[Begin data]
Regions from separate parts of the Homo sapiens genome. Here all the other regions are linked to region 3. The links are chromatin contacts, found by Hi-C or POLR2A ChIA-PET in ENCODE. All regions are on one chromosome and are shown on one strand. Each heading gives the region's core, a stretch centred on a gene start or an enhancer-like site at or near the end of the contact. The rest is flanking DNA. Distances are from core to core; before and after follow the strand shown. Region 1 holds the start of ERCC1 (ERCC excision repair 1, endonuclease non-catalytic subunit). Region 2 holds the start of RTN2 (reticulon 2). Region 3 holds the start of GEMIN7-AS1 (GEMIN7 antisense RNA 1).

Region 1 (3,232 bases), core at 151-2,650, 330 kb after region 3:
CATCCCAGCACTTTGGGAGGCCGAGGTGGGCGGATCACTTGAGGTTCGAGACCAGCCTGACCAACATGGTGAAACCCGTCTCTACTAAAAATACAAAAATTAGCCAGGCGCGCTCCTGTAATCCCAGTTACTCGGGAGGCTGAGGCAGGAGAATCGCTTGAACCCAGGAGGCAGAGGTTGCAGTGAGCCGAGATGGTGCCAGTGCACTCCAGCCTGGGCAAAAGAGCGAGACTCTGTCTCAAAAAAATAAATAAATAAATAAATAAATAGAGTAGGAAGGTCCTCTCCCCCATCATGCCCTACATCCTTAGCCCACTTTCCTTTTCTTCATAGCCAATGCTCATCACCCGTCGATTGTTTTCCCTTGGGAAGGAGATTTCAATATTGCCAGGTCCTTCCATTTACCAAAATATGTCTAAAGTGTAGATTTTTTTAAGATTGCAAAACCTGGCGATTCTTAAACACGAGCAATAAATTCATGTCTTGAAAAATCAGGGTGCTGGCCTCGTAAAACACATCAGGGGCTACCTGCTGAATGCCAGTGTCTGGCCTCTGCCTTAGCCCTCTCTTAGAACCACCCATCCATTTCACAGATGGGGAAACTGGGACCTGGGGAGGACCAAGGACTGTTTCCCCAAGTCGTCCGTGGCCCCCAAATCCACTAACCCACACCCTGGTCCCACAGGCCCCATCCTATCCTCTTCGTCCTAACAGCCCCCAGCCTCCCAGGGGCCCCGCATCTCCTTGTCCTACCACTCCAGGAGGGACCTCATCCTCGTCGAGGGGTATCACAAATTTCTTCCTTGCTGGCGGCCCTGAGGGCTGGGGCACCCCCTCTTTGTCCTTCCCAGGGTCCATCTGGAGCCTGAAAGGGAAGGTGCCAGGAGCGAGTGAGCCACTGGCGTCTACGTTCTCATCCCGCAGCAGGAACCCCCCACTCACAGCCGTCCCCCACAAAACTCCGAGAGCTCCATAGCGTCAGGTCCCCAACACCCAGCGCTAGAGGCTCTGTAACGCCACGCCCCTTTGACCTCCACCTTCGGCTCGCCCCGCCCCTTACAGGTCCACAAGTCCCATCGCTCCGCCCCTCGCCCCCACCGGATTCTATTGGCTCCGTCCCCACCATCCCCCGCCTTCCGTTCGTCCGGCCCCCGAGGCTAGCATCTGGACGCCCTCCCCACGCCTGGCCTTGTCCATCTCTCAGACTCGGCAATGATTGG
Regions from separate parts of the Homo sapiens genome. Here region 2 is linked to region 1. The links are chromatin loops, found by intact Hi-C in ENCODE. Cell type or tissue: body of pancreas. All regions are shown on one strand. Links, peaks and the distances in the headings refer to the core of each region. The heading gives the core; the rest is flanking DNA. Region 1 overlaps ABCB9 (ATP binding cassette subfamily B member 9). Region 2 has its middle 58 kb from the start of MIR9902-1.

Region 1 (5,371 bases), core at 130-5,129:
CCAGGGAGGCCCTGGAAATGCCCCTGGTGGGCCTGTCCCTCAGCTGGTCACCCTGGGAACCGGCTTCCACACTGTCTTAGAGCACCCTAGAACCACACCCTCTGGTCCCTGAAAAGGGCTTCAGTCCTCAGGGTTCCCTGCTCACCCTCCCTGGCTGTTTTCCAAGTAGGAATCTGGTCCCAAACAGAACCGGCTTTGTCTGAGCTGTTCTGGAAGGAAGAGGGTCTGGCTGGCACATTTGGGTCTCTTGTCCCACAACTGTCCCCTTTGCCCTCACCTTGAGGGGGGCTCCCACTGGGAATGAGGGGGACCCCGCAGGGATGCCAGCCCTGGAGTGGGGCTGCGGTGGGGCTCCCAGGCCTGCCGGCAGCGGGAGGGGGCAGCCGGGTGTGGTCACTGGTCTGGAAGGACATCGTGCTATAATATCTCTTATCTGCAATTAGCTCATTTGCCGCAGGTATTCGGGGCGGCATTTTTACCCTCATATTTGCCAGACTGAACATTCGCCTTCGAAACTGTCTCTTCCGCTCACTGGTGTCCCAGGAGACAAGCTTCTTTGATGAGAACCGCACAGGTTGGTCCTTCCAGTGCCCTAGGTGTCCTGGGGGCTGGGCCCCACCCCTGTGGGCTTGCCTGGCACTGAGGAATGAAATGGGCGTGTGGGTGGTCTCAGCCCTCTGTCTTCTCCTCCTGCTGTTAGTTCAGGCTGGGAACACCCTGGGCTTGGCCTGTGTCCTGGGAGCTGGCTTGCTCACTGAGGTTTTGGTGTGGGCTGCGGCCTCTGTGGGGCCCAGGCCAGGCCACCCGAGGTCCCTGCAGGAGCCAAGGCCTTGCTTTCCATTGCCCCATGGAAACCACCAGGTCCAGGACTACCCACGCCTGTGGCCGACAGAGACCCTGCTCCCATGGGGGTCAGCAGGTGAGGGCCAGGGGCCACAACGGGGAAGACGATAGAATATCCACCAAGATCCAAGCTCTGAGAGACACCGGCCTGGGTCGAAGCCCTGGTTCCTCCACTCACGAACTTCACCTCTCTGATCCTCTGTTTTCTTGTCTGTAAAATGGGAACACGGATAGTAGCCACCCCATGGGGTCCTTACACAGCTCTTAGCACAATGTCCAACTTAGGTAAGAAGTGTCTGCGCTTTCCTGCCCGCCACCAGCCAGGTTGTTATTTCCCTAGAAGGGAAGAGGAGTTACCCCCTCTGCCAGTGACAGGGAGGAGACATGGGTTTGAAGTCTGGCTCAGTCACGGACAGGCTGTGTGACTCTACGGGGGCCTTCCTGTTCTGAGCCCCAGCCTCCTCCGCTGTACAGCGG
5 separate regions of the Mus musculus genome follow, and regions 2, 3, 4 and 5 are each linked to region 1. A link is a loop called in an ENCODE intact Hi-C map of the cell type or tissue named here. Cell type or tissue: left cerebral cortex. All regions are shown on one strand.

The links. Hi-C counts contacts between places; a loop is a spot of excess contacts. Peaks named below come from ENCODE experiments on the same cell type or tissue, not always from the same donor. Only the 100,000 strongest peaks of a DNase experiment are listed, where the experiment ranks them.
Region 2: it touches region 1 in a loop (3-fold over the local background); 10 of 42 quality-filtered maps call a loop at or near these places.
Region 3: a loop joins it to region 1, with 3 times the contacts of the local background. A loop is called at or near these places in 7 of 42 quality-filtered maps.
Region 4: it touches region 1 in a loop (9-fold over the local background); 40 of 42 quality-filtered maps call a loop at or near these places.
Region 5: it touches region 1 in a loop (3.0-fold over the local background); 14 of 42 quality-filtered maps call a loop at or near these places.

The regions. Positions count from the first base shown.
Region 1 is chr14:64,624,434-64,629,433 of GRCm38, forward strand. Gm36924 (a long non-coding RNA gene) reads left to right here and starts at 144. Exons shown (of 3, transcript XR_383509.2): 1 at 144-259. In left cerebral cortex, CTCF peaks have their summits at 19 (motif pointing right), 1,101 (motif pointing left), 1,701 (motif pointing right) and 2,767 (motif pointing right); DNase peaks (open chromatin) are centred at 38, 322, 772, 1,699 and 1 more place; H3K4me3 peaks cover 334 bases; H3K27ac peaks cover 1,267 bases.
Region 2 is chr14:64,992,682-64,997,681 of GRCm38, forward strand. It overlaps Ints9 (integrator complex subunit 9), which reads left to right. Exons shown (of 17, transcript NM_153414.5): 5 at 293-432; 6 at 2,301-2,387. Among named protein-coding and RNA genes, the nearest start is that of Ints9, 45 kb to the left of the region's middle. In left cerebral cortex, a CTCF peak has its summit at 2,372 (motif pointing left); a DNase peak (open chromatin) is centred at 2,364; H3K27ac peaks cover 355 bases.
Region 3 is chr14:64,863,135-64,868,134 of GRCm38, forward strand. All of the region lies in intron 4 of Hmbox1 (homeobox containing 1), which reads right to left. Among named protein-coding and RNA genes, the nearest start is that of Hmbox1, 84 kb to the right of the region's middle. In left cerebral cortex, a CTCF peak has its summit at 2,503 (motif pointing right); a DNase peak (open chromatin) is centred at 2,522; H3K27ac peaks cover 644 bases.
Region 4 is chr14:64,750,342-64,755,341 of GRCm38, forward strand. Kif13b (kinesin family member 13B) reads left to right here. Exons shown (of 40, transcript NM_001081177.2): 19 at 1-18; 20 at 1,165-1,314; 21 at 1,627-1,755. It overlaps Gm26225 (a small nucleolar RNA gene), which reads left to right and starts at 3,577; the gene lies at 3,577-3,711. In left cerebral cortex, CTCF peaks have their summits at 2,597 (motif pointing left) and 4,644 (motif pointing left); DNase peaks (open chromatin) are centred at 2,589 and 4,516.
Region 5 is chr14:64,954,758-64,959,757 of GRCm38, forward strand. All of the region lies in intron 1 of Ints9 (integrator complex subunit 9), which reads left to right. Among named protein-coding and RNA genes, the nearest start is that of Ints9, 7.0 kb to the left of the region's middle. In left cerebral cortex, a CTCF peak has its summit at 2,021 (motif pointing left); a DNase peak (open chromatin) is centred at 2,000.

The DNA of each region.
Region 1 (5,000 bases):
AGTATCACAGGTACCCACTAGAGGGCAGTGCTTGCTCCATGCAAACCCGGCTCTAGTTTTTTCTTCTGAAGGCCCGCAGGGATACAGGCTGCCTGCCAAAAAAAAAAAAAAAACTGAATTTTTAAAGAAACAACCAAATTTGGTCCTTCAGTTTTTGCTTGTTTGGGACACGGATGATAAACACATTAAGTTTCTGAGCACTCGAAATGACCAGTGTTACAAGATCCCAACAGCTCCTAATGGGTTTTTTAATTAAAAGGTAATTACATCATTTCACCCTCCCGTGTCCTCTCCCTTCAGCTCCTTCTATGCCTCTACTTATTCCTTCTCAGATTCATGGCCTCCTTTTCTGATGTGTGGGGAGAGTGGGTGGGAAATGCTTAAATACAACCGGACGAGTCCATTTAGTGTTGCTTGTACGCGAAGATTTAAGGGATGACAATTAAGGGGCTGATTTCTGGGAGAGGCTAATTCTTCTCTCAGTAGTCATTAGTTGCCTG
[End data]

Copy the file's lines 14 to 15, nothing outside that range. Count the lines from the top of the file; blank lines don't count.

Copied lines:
Region 1 is chr14:64,624,434-64,629,433 of GRCm38, forward strand. Gm36924 (a long non-coding RNA gene) reads left to right here and starts at 144. Exons shown (of 3, transcript XR_383509.2): 1 at 144-259. In left cerebral cortex, CTCF peaks have their summits at 19 (motif pointing right), 1,101 (motif pointing left), 1,701 (motif pointing right) and 2,767 (motif pointing right); DNase peaks (open chromatin) are centred at 38, 322, 772, 1,699 and 1 more place; H3K4me3 peaks cover 334 bases; H3K27ac peaks cover 1,267 bases.
Region 2 is chr14:64,992,682-64,997,681 of GRCm38, forward strand. It overlaps Ints9 (integrator complex subunit 9), which reads left to right. Exons shown (of 17, transcript NM_153414.5): 5 at 293-432; 6 at 2,301-2,387. Among named protein-coding and RNA genes, the nearest start is that of Ints9, 45 kb to the left of the region's middle. In left cerebral cortex, a CTCF peak has its summit at 2,372 (motif pointing left); a DNase peak (open chromatin) is centred at 2,364; H3K27ac peaks cover 355 bases.